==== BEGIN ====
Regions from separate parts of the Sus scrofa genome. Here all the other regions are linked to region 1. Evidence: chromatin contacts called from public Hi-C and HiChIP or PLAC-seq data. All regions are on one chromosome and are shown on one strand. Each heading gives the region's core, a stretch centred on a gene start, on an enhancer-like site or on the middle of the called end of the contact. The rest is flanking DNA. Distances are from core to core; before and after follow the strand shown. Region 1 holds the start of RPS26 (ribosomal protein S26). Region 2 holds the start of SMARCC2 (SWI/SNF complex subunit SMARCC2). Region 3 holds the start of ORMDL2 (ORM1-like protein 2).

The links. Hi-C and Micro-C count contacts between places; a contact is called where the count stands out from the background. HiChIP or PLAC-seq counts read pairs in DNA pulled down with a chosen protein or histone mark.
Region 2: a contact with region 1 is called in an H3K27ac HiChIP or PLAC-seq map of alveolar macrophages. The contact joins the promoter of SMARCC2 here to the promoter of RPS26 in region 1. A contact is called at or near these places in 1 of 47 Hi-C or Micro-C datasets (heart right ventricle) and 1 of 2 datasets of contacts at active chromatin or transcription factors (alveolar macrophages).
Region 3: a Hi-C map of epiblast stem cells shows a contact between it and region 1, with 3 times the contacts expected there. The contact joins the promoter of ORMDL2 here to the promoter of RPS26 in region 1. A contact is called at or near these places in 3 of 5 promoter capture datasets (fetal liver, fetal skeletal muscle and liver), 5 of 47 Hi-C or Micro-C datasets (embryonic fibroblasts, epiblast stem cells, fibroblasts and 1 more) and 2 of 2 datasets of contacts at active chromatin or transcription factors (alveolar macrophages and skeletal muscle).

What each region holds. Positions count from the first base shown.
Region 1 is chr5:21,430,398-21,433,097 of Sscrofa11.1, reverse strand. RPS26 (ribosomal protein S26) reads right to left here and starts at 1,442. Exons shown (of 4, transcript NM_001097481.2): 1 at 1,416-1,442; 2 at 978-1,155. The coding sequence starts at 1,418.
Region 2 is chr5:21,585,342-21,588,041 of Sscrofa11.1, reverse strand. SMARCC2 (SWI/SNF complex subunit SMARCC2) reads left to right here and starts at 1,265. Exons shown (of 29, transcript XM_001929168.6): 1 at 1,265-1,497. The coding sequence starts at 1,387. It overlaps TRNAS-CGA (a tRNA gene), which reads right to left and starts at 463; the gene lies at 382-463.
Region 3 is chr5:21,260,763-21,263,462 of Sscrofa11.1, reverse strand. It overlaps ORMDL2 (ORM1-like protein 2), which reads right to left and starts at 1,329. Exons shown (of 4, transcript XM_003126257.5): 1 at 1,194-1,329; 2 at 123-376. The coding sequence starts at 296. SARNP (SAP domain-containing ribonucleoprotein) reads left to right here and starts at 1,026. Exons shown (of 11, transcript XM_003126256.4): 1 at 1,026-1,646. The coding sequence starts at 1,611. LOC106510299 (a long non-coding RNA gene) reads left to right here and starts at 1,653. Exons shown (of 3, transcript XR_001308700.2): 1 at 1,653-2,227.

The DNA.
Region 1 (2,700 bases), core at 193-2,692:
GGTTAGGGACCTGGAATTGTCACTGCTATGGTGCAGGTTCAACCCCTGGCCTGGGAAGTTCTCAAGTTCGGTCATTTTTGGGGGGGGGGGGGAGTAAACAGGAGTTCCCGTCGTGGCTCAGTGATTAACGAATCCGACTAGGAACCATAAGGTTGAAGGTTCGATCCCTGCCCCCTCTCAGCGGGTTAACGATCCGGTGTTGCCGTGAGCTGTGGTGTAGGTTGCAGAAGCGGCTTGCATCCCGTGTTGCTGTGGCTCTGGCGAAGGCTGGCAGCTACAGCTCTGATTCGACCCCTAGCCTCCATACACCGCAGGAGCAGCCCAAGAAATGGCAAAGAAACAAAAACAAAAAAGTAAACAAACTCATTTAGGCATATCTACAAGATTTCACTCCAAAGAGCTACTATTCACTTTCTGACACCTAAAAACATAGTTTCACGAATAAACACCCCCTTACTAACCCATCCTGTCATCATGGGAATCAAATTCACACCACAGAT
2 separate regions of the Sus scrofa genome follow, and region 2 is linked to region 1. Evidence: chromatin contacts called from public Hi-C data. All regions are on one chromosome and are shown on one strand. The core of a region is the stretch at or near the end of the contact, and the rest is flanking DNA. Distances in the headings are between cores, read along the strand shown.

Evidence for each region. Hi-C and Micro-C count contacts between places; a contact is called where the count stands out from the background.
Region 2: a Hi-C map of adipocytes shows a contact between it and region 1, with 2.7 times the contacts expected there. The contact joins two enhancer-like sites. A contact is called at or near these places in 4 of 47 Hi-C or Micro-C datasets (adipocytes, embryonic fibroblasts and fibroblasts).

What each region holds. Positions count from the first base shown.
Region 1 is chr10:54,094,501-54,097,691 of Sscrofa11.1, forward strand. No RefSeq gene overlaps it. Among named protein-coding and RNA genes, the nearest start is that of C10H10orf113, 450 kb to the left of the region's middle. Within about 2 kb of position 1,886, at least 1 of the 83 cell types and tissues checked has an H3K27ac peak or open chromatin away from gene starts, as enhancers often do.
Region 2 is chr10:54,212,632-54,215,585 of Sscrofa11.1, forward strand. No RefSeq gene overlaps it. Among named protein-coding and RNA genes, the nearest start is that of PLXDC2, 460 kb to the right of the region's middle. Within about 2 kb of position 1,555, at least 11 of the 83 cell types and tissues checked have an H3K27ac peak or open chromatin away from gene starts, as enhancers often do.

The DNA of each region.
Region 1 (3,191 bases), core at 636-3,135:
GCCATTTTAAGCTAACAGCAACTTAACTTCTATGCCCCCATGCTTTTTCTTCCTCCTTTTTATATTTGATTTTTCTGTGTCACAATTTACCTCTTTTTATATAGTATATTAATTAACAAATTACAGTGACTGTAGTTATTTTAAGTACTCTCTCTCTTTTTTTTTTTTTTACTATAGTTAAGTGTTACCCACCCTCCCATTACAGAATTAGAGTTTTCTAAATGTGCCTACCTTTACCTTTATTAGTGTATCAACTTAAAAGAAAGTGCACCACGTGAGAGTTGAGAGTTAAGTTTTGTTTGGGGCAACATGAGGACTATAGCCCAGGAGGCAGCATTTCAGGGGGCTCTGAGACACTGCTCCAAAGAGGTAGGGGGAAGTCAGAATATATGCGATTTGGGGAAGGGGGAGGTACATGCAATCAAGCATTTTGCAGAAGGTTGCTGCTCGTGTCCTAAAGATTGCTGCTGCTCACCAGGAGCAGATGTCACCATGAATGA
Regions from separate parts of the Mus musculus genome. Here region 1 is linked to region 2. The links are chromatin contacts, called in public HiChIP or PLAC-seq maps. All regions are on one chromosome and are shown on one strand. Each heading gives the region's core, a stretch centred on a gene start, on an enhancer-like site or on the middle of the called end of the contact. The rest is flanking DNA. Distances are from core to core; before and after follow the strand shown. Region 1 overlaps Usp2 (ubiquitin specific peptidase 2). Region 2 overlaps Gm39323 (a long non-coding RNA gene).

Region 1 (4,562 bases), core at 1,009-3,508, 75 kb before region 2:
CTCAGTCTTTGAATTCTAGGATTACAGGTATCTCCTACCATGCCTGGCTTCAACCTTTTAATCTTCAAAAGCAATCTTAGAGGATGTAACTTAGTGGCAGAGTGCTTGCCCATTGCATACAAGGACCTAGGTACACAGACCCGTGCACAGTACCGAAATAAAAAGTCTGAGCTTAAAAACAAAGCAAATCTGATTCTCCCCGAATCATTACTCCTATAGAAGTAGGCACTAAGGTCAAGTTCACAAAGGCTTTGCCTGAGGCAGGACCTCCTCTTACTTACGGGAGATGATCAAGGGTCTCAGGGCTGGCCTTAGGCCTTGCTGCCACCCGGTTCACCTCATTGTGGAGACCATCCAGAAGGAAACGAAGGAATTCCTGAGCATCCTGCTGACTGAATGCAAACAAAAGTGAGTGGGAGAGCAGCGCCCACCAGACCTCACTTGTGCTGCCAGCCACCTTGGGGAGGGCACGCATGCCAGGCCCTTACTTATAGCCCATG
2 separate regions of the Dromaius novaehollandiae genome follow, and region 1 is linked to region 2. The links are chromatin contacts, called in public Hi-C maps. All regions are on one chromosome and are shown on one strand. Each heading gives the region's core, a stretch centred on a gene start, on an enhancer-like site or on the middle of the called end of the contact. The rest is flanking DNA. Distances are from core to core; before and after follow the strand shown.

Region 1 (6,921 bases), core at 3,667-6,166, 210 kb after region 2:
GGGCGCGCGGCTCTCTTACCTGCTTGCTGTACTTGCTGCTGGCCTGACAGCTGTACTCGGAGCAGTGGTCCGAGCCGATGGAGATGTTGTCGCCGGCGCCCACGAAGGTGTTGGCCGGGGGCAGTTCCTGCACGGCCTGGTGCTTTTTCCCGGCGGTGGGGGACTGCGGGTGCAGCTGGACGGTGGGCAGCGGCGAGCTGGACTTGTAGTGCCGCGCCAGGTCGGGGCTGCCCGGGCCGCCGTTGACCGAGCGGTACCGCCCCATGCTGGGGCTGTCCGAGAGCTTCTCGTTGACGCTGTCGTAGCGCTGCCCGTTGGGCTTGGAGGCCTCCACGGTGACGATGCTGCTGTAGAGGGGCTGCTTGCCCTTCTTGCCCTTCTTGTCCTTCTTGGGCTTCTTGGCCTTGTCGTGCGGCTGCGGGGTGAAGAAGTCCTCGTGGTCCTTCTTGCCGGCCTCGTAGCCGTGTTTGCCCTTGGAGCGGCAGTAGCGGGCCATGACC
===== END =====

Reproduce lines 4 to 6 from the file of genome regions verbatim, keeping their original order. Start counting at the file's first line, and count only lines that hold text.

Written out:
Region 3: a Hi-C map of epiblast stem cells shows a contact between it and region 1, with 3 times the contacts expected there. The contact joins the promoter of ORMDL2 here to the promoter of RPS26 in region 1. A contact is called at or near these places in 3 of 5 promoter capture datasets (fetal liver, fetal skeletal muscle and liver), 5 of 47 Hi-C or Micro-C datasets (embryonic fibroblasts, epiblast stem cells, fibroblasts and 1 more) and 2 of 2 datasets of contacts at active chromatin or transcription factors (alveolar macrophages and skeletal muscle).

What each region holds. Positions count from the first base shown.
Region 1 is chr5:21,430,398-21,433,097 of Sscrofa11.1, reverse strand. RPS26 (ribosomal protein S26) reads right to left here and starts at 1,442. Exons shown (of 4, transcript NM_001097481.2): 1 at 1,416-1,442; 2 at 978-1,155. The coding sequence starts at 1,418.